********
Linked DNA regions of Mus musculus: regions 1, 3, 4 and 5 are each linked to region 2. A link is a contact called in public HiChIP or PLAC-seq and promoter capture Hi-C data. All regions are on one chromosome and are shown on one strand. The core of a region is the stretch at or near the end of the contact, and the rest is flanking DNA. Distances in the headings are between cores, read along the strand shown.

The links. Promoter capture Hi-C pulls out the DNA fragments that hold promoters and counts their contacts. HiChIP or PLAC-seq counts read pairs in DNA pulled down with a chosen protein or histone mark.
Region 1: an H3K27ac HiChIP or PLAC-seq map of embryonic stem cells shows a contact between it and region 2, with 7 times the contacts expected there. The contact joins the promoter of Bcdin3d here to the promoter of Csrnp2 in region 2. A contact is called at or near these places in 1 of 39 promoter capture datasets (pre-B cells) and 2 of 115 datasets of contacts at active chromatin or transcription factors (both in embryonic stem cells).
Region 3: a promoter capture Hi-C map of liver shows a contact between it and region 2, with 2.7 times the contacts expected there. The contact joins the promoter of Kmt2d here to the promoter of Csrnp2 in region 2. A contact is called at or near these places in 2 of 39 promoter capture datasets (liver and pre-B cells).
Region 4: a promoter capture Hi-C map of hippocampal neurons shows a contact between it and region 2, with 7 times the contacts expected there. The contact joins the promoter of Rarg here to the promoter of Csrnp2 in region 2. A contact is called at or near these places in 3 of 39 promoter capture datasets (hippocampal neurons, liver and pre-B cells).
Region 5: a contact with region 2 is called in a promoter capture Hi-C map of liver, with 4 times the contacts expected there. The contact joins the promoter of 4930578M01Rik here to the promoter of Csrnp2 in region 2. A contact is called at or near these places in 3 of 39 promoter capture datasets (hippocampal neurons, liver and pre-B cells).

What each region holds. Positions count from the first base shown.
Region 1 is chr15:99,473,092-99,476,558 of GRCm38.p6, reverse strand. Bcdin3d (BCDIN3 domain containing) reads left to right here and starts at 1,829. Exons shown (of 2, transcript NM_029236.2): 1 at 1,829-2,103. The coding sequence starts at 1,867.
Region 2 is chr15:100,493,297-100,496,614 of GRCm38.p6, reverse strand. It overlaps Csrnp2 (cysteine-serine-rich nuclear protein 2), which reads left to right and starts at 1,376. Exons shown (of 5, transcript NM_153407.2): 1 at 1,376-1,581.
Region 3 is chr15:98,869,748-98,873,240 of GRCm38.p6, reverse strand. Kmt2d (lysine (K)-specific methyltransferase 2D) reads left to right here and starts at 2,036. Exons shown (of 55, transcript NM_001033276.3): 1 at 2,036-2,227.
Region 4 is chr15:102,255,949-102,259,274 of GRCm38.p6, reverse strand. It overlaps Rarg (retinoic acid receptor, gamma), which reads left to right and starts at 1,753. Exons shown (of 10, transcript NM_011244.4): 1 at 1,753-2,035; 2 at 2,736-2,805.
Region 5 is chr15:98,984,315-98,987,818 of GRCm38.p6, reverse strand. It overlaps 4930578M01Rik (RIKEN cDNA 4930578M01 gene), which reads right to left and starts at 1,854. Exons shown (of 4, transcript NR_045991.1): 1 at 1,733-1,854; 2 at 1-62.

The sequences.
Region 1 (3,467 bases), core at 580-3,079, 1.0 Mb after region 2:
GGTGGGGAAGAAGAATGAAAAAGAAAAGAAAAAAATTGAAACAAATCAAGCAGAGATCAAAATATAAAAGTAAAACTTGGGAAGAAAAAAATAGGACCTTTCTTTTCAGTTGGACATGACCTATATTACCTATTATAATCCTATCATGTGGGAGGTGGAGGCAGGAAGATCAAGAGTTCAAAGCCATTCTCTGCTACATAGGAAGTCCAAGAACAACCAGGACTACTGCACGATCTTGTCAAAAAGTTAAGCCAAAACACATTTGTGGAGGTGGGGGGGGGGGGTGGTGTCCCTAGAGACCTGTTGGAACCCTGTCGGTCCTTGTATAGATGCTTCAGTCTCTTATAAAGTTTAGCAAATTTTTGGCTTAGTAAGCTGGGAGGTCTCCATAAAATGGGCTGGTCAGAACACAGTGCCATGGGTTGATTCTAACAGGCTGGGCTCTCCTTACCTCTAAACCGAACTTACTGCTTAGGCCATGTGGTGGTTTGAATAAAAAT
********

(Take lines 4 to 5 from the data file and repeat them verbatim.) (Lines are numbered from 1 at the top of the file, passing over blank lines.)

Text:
Region 3: a promoter capture Hi-C map of liver shows a contact between it and region 2, with 2.7 times the contacts expected there. The contact joins the promoter of Kmt2d here to the promoter of Csrnp2 in region 2. A contact is called at or near these places in 2 of 39 promoter capture datasets (liver and pre-B cells).
Region 4: a promoter capture Hi-C map of hippocampal neurons shows a contact between it and region 2, with 7 times the contacts expected there. The contact joins the promoter of Rarg here to the promoter of Csrnp2 in region 2. A contact is called at or near these places in 3 of 39 promoter capture datasets (hippocampal neurons, liver and pre-B cells).